The Texas Supreme Court has held that under Texas law procedural due process requires something more than the Goss "informal give and take" when a graduate student is expelled for disciplinary reasons. University of Tex. Med. Sch. at Houston v. Than, 901 S.W.2d 926, 931 (Tex.1995). Without deciding whether TWU met Texas standards for disciplinary dismissals, we conclude, as explained above, that a rational trier of fact could not find that Wheeler was dismissed for disciplinary reasons
See Mathews v. Eldridge, 424 U.S. 319, 332, 96 S.Ct. 893, 47 L.Ed.2d 18 (1976) ("Procedural due process imposes constraints on governmental decision which deprive individuals of 'liberty' or 'property' interests within the meaning of the Due Process Clause of the Fifth or Fourteenth Amendment."); Board of Regents of State Colleges v. Roth, 408 U.S. 564, 569-70, 92 S.Ct. 2701, 33 L.Ed.2d 548 (1972) ("The requirements of procedural due process apply only to the deprivation of interests encompassed by the Fourteenth Amendment's protection of liberty and property. When protected interests are implicated, the right to some kind of a hearing is paramount.")
Id. at 701, 96 S.Ct. 1155
Id. at 710-11, 96 S.Ct. 1155
Id. at 225, 106 S.Ct. 507 (footnote, citations omitted)
Id. at 227-28, 106 S.Ct. 507
Id. at 225, 106 S.Ct. 507
Ewing, 474 U.S. at 227 n. 13, 228 n. 14, 106 S.Ct. 507
Paul, 424 U.S. at 702, 96 S.Ct. 1155 (footnote omitted)
Id. at 695, 96 S.Ct. 1155
Blackburn, 42 F.3d at 936 (internal quotations omitted)
Id.; see also Connelly v. Comptroller of Currency, 876 F.2d 1209, 1215 (5th Cir.1989) (holding that letter by defendant stating that "we are of the opinion that [plaintiff] does not possess the qualifications for the position" was insufficient to support stigma due process claim)
See, e.g., Plyler v. Doe, 457 U.S. 202, 213, 102 S.Ct. 2382, 72 L.Ed.2d 786 (1982) ("The Equal Protection Clause was intended to work nothing less than the abolition of all caste-based and invidious class-based legislation."); United States v. Batchelder, 442 U.S. 114, 125 n. 9, 99 S.Ct. 2198, 60 L.Ed.2d 755 (1979) ("The Equal Protection Clause prohibits selective enforcement 'based upon an unjustifiable standard such as race, religion, or other arbitrary classification.' ") (quoting Oyler v. Boles, 368 U.S. 448, 456, 82 S.Ct. 501, 7 L.Ed.2d 446 (1962)); Labat v. Bennett, 365 F.2d 698, 723 (5th Cir.1966) ("The equal protection clause prohibits a state from making arbitrary and unreasonable classifications.")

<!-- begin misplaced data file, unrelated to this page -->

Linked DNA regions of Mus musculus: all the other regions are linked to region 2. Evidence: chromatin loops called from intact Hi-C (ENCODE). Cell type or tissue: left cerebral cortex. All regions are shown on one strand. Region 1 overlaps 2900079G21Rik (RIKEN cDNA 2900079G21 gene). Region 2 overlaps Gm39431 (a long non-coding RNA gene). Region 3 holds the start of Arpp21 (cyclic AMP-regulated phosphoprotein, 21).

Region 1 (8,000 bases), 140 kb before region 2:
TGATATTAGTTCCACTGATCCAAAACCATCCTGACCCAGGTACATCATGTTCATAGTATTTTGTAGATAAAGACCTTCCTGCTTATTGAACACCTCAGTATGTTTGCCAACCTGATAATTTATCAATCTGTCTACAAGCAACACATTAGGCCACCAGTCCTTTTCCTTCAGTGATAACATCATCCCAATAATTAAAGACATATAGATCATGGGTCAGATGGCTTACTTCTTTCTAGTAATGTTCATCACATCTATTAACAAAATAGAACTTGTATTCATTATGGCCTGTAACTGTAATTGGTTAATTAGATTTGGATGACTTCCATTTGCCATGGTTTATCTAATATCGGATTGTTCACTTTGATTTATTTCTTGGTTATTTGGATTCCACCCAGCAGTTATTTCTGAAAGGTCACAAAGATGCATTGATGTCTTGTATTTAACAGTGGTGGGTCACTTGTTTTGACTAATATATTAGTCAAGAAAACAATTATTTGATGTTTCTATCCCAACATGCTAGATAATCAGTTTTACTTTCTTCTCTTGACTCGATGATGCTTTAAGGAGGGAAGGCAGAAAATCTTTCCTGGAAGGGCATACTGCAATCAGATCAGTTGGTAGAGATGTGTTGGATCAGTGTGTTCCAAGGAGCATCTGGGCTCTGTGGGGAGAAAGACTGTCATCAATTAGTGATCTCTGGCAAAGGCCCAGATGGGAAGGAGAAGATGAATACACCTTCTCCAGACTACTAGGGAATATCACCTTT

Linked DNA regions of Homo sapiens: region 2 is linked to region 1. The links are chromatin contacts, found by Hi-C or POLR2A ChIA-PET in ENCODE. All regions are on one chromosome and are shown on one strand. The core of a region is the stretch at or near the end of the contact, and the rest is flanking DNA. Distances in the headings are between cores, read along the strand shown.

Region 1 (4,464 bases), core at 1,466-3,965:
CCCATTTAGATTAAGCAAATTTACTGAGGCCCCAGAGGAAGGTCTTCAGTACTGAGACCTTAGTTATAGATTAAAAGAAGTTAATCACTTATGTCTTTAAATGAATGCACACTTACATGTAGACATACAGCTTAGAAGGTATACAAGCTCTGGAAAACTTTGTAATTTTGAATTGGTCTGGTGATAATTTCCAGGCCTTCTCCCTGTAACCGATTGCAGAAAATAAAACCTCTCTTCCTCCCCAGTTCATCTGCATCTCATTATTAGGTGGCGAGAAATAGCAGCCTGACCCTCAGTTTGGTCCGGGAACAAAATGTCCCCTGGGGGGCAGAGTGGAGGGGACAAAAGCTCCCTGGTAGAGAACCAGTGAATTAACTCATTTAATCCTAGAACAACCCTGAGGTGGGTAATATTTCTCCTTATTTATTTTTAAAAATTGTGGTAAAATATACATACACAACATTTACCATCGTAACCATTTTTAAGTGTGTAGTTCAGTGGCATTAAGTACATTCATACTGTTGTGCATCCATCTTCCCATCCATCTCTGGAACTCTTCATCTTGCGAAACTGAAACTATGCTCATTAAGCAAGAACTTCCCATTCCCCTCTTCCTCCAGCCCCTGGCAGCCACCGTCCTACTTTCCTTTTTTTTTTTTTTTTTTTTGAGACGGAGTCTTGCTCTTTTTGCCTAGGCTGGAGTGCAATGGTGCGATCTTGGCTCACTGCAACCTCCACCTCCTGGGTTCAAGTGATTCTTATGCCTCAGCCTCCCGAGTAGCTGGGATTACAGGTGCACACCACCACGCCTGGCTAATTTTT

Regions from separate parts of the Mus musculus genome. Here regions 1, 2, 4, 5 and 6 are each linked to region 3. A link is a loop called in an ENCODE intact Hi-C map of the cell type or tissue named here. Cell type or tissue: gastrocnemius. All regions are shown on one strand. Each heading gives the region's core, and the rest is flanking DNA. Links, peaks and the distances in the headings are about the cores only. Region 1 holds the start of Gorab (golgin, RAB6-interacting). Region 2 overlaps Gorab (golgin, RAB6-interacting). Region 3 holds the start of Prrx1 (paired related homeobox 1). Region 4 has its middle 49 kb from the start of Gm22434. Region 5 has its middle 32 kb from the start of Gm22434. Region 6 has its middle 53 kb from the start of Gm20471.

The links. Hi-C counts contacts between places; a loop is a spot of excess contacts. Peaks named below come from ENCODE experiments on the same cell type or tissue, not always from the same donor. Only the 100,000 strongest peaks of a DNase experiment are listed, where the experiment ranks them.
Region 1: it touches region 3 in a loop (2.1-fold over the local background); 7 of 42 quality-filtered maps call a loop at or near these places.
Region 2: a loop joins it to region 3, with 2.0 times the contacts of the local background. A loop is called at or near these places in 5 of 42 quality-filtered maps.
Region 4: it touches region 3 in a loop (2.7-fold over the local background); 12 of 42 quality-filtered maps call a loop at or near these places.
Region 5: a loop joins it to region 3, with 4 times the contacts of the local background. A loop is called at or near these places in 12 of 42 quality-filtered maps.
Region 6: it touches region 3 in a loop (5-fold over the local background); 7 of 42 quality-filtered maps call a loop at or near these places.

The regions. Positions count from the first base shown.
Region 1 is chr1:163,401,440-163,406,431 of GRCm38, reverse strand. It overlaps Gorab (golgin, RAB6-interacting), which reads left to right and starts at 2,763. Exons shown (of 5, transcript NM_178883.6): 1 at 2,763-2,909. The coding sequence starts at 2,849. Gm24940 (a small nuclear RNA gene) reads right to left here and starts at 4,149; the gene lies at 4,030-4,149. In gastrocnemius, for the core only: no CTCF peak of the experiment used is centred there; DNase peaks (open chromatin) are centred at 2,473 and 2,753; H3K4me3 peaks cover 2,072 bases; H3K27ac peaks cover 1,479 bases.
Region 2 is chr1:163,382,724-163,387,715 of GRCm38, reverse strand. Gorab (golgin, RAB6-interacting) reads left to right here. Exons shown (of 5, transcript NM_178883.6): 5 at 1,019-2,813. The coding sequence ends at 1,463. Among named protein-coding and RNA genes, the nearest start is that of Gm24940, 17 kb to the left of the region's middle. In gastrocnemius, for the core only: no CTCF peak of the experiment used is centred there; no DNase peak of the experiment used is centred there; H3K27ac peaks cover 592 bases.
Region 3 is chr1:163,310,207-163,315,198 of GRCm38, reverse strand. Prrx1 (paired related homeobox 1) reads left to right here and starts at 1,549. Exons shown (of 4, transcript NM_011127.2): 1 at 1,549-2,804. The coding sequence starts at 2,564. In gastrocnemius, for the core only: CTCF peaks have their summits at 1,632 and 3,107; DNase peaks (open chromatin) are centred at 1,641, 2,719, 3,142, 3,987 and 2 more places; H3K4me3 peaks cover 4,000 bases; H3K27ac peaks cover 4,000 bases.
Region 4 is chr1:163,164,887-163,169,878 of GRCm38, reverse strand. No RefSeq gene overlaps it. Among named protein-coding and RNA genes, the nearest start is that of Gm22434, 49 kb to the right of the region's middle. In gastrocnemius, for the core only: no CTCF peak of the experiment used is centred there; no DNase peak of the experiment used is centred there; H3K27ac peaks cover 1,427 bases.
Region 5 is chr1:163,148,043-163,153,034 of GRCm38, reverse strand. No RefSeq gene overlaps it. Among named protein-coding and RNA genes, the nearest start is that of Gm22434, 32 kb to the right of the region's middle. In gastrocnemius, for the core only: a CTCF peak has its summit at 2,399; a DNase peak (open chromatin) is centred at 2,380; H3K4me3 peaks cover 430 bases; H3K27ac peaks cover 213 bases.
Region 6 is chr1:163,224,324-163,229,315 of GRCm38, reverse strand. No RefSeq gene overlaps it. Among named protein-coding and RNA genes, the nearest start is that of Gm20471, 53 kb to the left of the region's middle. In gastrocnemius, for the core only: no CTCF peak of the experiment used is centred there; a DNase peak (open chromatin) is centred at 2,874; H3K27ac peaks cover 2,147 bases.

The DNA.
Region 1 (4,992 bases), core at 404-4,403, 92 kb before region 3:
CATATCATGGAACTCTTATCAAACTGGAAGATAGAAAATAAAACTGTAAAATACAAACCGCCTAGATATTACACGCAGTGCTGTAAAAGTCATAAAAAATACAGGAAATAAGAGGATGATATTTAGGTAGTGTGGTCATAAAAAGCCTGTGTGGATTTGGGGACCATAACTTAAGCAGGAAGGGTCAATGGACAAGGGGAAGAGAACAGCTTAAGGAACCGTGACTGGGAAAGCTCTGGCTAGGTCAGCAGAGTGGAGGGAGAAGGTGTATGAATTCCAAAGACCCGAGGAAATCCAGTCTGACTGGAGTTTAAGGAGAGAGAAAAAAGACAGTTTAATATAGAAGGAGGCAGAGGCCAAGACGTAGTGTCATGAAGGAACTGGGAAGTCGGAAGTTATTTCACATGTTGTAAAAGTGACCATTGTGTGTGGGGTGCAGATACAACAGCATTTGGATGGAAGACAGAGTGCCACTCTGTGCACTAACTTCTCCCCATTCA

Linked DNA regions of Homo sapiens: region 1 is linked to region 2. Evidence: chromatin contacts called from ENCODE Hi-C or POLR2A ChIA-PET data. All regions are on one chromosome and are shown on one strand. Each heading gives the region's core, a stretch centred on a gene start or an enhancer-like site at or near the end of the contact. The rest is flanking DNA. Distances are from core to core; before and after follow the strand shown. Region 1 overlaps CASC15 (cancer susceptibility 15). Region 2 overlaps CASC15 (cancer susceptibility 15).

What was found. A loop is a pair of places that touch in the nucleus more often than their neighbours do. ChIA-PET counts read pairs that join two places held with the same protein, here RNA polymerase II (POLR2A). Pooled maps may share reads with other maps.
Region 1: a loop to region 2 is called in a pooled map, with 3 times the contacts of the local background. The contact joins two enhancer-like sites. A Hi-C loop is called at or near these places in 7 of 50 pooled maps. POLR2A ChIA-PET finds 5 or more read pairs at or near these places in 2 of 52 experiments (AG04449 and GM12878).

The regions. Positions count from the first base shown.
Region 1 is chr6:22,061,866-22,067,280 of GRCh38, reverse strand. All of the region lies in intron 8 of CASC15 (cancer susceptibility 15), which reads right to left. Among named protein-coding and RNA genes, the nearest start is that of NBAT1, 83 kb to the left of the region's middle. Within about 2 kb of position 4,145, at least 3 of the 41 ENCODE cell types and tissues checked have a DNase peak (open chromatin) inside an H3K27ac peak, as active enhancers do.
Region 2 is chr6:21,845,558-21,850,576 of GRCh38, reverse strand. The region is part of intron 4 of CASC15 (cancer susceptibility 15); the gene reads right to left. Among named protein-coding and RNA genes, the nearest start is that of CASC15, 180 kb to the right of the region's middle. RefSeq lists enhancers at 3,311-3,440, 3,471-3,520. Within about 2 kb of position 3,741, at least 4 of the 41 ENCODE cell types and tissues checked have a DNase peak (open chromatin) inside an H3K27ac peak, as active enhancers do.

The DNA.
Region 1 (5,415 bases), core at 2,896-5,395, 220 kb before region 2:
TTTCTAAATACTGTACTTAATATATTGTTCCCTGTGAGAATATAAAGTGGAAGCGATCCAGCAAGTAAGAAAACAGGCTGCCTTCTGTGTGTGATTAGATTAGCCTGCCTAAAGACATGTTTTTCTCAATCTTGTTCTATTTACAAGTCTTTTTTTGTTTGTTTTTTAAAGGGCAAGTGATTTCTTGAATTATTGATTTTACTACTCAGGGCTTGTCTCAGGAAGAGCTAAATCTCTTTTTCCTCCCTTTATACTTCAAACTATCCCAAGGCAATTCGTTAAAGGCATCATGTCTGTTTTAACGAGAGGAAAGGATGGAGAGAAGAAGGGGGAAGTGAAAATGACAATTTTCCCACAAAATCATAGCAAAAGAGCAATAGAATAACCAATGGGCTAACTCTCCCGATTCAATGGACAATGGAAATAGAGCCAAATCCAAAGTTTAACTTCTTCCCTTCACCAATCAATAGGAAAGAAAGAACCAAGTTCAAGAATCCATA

Rose v. Doctors Hospital, 801 S.W.2d 841, 846 (Tex.1990)
City of Cleburne v. Cleburne Living Center, 473 U.S. 432, 439, 105 S.Ct. 3249, 87 L.Ed.2d 313 (1985)
Ewing, 474 U.S. at 228 n. 14, 106 S.Ct. 507
Hanssen v. Our Redeemer Lutheran Church, 938 S.W.2d 85, 92 (Tex.App.-Dallas 1996, writ denied)
See Baldwin v. University of Tex. Med. Branch at Galveston, 945 F.Supp. 1022, 1036 (S.D.Tex.1996) (faculty evaluations of medical resident subject to qualified privilege), aff'd, 122 F.3d 1066 (5th Cir.1997) (unpublished table decision); Koerselman v. Rhynard, 875 S.W.2d 347, 353 (Tex.App.-Corpus Christi 1994, no writ) (statements about faculty member made by department chair to dean and tenure committee subject to privilege)
See Free v. American Home Assurance Co., 902 S.W.2d 51, 55-56 (Tex.App.--Houston [1st Dist.] 1995, no writ); Pioneer Concrete of Texas, Inc. v. Allen, 858 S.W.2d 47, 49 (Tex.App.--Houston [14th Dist.] 1993, writ denied); Smith v. Holley, 827 S.W.2d 433, 436 (Tex.App.-San Antonio 1992, writ denied)
Randall's Food Markets, Inc. v. Johnson, 891 S.W.2d 640, 646 (Tex.1995) (citations omitted)